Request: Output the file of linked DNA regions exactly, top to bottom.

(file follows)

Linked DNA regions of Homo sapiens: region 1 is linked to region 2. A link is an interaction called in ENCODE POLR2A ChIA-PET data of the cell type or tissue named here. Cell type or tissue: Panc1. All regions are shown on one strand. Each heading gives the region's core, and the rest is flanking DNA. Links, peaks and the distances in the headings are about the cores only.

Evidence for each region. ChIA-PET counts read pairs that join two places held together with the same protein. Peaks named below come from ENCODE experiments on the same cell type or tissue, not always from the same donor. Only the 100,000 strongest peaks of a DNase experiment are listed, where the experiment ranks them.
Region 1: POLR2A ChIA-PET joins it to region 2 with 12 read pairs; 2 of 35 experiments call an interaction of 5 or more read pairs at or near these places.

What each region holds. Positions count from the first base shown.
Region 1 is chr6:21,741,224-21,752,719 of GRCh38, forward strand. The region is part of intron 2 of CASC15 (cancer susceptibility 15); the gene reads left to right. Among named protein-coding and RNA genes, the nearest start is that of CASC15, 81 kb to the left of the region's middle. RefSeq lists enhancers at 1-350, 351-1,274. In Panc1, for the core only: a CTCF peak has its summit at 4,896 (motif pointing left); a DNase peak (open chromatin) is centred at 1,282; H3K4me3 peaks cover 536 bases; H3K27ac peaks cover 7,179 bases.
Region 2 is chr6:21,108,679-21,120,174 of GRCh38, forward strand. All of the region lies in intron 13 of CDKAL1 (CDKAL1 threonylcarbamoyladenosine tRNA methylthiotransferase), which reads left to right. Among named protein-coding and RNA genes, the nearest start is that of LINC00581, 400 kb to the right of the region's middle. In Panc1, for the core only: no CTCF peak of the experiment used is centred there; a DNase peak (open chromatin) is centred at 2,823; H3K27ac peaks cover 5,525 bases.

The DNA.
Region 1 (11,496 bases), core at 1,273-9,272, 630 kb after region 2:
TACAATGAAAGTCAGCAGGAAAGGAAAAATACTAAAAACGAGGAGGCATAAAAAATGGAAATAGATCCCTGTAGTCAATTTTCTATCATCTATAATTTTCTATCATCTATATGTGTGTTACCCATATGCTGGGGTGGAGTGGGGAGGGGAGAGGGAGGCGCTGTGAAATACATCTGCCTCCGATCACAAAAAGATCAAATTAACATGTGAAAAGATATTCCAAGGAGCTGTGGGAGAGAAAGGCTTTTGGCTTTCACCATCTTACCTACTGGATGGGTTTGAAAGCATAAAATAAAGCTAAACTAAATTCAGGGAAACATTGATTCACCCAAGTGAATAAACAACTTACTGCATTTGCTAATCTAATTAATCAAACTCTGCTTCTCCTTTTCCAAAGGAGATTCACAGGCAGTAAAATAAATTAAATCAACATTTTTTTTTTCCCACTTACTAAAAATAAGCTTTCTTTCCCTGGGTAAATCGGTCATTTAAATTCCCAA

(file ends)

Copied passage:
Linked DNA regions of Homo sapiens: region 1 is linked to region 2. A link is an interaction called in ENCODE POLR2A ChIA-PET data of the cell type or tissue named here. Cell type or tissue: Panc1. All regions are shown on one strand. Each heading gives the region's core, and the rest is flanking DNA. Links, peaks and the distances in the headings are about the cores only.

Evidence for each region. ChIA-PET counts read pairs that join two places held together with the same protein. Peaks named below come from ENCODE experiments on the same cell type or tissue, not always from the same donor. Only the 100,000 strongest peaks of a DNase experiment are listed, where the experiment ranks them.
Region 1: POLR2A ChIA-PET joins it to region 2 with 12 read pairs; 2 of 35 experiments call an interaction of 5 or more read pairs at or near these places.

What each region holds. Positions count from the first base shown.
Region 1 is chr6:21,741,224-21,752,719 of GRCh38, forward strand. The region is part of intron 2 of CASC15 (cancer susceptibility 15); the gene reads left to right. Among named protein-coding and RNA genes, the nearest start is that of CASC15, 81 kb to the left of the region's middle. RefSeq lists enhancers at 1-350, 351-1,274. In Panc1, for the core only: a CTCF peak has its summit at 4,896 (motif pointing left); a DNase peak (open chromatin) is centred at 1,282; H3K4me3 peaks cover 536 bases; H3K27ac peaks cover 7,179 bases.
Region 2 is chr6:21,108,679-21,120,174 of GRCh38, forward strand. All of the region lies in intron 13 of CDKAL1 (CDKAL1 threonylcarbamoyladenosine tRNA methylthiotransferase), which reads left to right. Among named protein-coding and RNA genes, the nearest start is that of LINC00581, 400 kb to the right of the region's middle. In Panc1, for the core only: no CTCF peak of the experiment used is centred there; a DNase peak (open chromatin) is centred at 2,823; H3K27ac peaks cover 5,525 bases.

The DNA.
Region 1 (11,496 bases), core at 1,273-9,272, 630 kb after region 2:
TACAATGAAAGTCAGCAGGAAAGGAAAAATACTAAAAACGAGGAGGCATAAAAAATGGAAATAGATCCCTGTAGTCAATTTTCTATCATCTATAATTTTCTATCATCTATATGTGTGTTACCCATATGCTGGGGTGGAGTGGGGAGGGGAGAGGGAGGCGCTGTGAAATACATCTGCCTCCGATCACAAAAAGATCAAATTAACATGTGAAAAGATATTCCAAGGAGCTGTGGGAGAGAAAGGCTTTTGGCTTTCACCATCTTACCTACTGGATGGGTTTGAAAGCATAAAATAAAGCTAAACTAAATTCAGGGAAACATTGATTCACCCAAGTGAATAAACAACTTACTGCATTTGCTAATCTAATTAATCAAACTCTGCTTCTCCTTTTCCAAAGGAGATTCACAGGCAGTAAAATAAATTAAATCAACATTTTTTTTTTCCCACTTACTAAAAATAAGCTTTCTTTCCCTGGGTAAATCGGTCATTTAAATTCCCAA